Monday, February 28, 2011

Thread Context Class Loading in Virgo

A number of popular open source libraries, particularly persistence providers, use thread context class loading to load application types. This is an issue in OSGi once an application is divided into more than one bundle. Each bundle has its own class loader and no particular one of these bundle class loaders is necessarily suitable for loading all the application classes that libraries need to load.

Virgo overcomes this problem with its notion of a scoped application. A scoped application consists of either a PAR archive file containing the application artefacts (bundles, property files, plans, etc.) or a scoped plan referring to the application  artefacts. The scope limits the visibility of application packages and services so that scoped applications do not interfere with each another. But Virgo also creates an additional synthetic context bundle for each scope and it's this bundle's class loader which is used for thread context class loading when the application calls out to libraries.

The synthetic context bundle is very simple. It's a bundle which uses Virgo's import-bundle manifest header to import each of the bundles in the scope. Thus all the packages exported by the application are available for thread context class loading by libraries. There is a minor restriction implied by this approach: no two bundles in a scoped application may export the same package, which would be pretty unusual.

The following example should help make things clear:

An Example Scoped Application
Here a scoped application contains two bundles A and B. A calls B which calls out to a library bundle L. If L uses the thread context class loader to load application types, it will have access to all the packages exported by bundles A and B. The synthetic context bundle, which imports bundles A and B, provides the thread context class loader for the scoped application.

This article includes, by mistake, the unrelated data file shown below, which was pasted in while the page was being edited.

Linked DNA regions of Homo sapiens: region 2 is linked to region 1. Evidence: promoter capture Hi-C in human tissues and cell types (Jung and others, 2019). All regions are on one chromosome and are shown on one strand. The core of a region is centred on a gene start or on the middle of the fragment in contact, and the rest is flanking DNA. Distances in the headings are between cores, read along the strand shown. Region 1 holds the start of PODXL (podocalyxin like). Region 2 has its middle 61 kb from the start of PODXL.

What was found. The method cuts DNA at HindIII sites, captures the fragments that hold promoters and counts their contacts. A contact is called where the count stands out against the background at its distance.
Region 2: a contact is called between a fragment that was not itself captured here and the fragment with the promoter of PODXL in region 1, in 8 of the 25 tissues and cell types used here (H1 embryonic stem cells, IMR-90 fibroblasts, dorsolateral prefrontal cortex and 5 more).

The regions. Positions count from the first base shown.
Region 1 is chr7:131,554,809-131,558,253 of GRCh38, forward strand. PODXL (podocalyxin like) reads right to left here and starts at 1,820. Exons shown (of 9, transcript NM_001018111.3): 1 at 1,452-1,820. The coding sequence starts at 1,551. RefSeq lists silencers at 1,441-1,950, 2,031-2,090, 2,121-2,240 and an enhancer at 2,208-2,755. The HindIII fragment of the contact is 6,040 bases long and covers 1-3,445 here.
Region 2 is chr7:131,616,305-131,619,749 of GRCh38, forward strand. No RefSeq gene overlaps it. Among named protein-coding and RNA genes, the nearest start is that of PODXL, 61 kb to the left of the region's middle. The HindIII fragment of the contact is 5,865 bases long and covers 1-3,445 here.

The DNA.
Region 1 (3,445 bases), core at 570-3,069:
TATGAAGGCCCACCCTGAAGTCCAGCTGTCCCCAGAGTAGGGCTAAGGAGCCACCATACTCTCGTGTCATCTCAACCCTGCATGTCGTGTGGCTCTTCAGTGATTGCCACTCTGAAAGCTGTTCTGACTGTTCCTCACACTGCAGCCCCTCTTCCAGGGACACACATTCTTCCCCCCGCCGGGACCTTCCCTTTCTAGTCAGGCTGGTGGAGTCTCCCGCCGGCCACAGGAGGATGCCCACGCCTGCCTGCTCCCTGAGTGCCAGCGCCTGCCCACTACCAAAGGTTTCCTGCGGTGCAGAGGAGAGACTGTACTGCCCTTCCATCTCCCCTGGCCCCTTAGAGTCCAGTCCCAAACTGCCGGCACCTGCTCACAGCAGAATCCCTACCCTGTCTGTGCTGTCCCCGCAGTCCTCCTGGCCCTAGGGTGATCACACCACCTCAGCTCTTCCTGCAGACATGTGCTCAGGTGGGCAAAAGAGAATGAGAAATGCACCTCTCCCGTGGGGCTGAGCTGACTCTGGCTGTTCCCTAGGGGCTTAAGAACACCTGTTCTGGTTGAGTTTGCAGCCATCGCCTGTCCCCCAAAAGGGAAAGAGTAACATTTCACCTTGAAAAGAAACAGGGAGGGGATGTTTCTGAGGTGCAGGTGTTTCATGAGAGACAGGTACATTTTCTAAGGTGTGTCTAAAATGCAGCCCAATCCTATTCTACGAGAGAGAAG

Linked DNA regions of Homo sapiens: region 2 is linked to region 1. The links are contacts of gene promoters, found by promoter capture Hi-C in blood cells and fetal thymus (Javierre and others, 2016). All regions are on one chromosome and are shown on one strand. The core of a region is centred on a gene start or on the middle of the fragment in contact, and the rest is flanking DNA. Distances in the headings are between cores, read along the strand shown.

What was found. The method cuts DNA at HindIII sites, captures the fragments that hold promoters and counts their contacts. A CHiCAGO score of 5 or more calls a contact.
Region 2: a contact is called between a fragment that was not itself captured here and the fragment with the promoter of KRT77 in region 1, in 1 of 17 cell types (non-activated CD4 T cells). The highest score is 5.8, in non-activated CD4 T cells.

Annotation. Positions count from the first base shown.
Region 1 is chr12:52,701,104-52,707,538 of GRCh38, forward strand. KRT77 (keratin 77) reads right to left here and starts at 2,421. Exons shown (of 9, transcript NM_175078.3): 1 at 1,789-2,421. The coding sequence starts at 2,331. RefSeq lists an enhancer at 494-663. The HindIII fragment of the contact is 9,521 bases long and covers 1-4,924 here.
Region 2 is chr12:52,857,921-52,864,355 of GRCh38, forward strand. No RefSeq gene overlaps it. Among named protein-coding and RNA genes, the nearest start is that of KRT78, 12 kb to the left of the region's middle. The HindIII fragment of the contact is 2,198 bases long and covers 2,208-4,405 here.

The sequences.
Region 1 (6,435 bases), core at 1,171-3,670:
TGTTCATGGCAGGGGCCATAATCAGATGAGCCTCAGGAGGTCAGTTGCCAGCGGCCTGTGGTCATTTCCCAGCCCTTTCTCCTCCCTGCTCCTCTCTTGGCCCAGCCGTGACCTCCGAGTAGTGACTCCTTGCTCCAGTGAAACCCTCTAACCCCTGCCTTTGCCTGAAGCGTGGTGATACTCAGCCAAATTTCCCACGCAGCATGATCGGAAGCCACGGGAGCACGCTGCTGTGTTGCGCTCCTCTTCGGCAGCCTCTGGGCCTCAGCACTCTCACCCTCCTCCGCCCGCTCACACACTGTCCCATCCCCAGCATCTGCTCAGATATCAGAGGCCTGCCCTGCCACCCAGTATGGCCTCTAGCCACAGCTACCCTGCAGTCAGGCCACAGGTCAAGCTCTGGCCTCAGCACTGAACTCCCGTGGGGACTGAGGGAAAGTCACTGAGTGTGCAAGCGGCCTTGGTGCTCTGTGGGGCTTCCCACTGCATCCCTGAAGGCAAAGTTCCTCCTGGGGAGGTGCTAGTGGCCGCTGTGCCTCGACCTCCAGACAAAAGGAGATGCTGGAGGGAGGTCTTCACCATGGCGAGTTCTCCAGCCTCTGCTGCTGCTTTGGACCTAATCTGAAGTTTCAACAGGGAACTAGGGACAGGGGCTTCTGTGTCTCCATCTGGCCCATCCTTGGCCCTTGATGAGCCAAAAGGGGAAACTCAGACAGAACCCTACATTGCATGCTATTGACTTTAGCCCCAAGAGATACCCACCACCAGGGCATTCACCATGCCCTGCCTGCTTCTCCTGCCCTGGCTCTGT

This simple solution enables a variety of existing open source libraries, once converted to OSGi bundles, to function correctly in their use of thread context class loading.


Tim Diekmann said...

Interesting approach.

Doesn't this require that both A and B are aware of this synthesized bundle and have the code logic to set the TTCL before making any calls.
Or is Virgo making this somehow transparent to the client?

Thanks, Tim.

Glyn said...

Virgo makes this transparent to the application by setting the TCCL before each bundle is started and ensuring that the TCCL is propagated appropriately to other threads.

Glyn said...
This comment has been removed by the author.
Graham Charters said...

Hi Glyn, does this approach rely on the use of proxying by Spring or Blueprint in order to add the TCCL, or will a programmatic service lookup and call also have the TCCL set?

Thanks, Graham.

Glyn said...

Hi Graham. It relies on Blueprint. Regards,
PS. Sorry for the very late response - I stopped getting comment moderation emails for some reason.


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